EU Physician and Payer Forum

October 2013

Rheumatoid Arthritis: How Will Payers and Prescribers React to the Launches of Oral Kinase Inhibitors, Subcutaneous Orencia and RoActemra, and Biosimilars in the Cost-Constrained EU5?

Report Authors
Bingnan Kang, Ph.D.


The entrenched positioning of biologics (in particular, tumor necrosis factor-alpha [TNF-α] inhibitors) to treat moderate to severe rheumatoid arthritis (RA) has generated a lucrative market. However, the barriers to entry are high given the number of effective biological therapies already marketed, including five TNF-α inhibitors,  Bristol-Myers Squibb’s selective costimulation modulator Orencia (abatacept), Roche’s MabThera (rituximab), and the interleukin-6 (IL-6) inhibitor RoActemra (tocilizumab) from Roche. Currently, Orencia, Rituxan, and RoActemra compete for use largely in TNF-refractory patients. A subcutaneous (SC) version of Orencia continues to launch across Europe, and SC RoActemra is expected to launch in 2014, both offering the convenience of self-injection. Oral kinase inhibitors have the potential to shift the treatment algorithm to delay initiation of biological therapy. However, the Committee for Medicinal Products for Human Use (CHMP) refused to grant marketing authorization to Pfizer’s Janus kinase (Jak) inhibitor tofacitinib for use in RA in 2013, causing a significant delay in the agent’s expected launch in Europe. Nevertheless, tofacitinib’s convenience (twice-daily oral) and efficacy profile, similar on several key outcome criteria to that of biologics, will make it a compelling option for RA patients if ultimately approved, although its safety profile (e.g., risk of serious infection and malignancy) remains a concern for rheumatologists. Biosimilar versions of Merck's Remicade (infliximab), Pfizer’s Enbrel (etanercept), and MabThera are also expected to be available by the end of 2016. Competition in this market will, therefore, become increasingly fierce as EU5 payers and prescribers balance clinical need with budgetary constraints. At a time when nationalized healthcare systems are striving to cut drug costs, this report explores dynamics that affect sales of biologics for RA, and examines the levers and barriers that will promote or restrict access for emerging oral kinase inhibitors, biologics, and biosimilars.

Questions Answered in This Report:

  *   Impact of reimbursement and payer policy on use of current RA biologics: How do prescribing patterns vary between EU5 countries? Which non-TNF biologic is the leading treatment of choice for TNF-refractory patients in each EU5 country? Are there differences in reimbursement constraints between these three brands? What are the key market access challenges in each country? How do healthcare authorities monitor prescribing? What will be the impact of biosimilar versions of Remicade, Enbrel, and MabThera on reimbursement and uptake of branded forms of each molecule and on other therapies?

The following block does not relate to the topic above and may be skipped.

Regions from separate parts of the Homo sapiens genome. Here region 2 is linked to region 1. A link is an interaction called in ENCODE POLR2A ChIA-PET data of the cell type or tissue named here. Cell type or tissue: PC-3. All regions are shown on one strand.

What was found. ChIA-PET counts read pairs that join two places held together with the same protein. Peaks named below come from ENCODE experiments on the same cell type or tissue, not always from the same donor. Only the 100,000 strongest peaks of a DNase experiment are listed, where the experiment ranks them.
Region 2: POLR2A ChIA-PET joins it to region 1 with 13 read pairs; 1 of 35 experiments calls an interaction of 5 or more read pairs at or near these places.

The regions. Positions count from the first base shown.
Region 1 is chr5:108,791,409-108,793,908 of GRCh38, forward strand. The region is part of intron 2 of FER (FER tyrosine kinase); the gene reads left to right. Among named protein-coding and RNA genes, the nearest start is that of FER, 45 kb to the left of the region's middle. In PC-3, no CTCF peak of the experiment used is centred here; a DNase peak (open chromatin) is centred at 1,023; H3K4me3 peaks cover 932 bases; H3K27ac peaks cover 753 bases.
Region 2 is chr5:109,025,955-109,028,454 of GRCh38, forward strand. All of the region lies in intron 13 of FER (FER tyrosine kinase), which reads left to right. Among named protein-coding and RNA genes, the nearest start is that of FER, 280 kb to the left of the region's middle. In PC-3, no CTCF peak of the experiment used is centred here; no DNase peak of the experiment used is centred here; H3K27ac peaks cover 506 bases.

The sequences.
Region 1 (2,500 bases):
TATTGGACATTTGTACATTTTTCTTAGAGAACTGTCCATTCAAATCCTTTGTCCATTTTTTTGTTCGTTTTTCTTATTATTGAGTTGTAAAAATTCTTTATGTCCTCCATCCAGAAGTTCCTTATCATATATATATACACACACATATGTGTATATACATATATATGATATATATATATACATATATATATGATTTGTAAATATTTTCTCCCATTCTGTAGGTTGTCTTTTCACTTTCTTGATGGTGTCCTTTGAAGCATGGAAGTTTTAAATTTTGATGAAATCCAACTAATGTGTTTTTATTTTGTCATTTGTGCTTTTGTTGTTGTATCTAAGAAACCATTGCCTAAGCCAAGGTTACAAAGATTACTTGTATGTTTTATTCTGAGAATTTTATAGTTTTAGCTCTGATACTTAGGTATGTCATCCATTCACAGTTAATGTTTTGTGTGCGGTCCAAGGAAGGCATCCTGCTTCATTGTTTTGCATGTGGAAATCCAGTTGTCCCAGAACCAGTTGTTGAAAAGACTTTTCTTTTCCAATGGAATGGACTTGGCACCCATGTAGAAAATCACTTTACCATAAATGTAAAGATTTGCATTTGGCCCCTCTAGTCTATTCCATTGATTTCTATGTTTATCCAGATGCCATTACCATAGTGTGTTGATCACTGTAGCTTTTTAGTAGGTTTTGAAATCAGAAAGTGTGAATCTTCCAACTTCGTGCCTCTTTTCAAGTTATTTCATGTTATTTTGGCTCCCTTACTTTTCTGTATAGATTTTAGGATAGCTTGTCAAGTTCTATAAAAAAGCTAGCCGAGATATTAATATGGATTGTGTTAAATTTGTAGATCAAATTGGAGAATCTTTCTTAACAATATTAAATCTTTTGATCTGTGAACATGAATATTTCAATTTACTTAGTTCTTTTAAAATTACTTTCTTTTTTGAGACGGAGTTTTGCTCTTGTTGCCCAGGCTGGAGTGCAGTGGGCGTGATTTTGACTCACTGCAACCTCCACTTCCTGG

*   Payer and physician perspectives on emerging agents for RA: As the number of therapies grows, what patient-specific and drug-specific factors will most influence prescribing decisions? What percentage of surveyed European rheumatologists’ prescriptions for tofacitinib will be in biologics-naive versus biologics-experienced RA patients? How will rheumatologists’ prescribing of established biologics by line of therapy shift following the entry of these oral agents? How might evolving healthcare reforms and increasing cost-containment strategies affect reimbursement and uptake of novel agents?


Decision Resources’ European Physician & Payer Forum report “Rheumatoid Arthritis: How Will Payers and Prescribers React to the Launches of Oral Kinase Inhibitors, Subcutaneous Orencia and RoActemra, and Biosimilars in the Cost-Constrained EU5?” explores the many clinical and funding/budgetary/reimbursement factors that affect the use and sales of RA agents. It draws on insights from 254 surveyed rheumatologists in the EU5 and from interviews with 15 European payers, all of whom have influence at a national or regional level. Interviewed payers include the following:

France: A national payer and past member of the Transparency Commission (CT), hospital pharmacy directors.

Germany: A member of the Gemeinsamer Bundesausschuß der Ärzte, Zahnärzte, Krankenhäuser und Krankenkassen (GBA; Joint Federal Committee of Physicians, Dentists, Hospitals, and Health Insurance Funds), a member of the Federal Pharmacy Association and hospital pharmacy director, a chairman of hospital formulary committee.

Italy: Regional hospital formulary (PTOR) members with responsibility for assessing new drugs for formulary inclusion, an Agenzia Italiana del Farmaco (AIFA; Italian Medicines Agency) advisor, an ex-AIFA member.

Spain: A Dirección General de Farmacia y Productos Sanitarios (DGFPS; General Directorate of Pharmacy and Health Products) advisor, a professor at the Institut de Salut Pública de Catalunya (Public Health Institute of Catalonia), a pharmacy director.

United Kingdom: A National Institute for Health and Care Excellence (NICE) advisor, a Clinical Commissioning Group (CCG) formulary committee member, chief pharmacist on a health board, also a member of the AWMSG (All Wales Medicines Strategy Group) and head pharmacist.

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Mentioned in this report:

  • - AbbVie
  • - Biovitrum
  • - Bristol-Myers Squibb
  • - Celltrion
  • - Eli Lilly
  • - Hospira
  • - Merck
  • - Novartis
  • - Pfizer
  • - Roche
  • - Sanofi
  • - UCB
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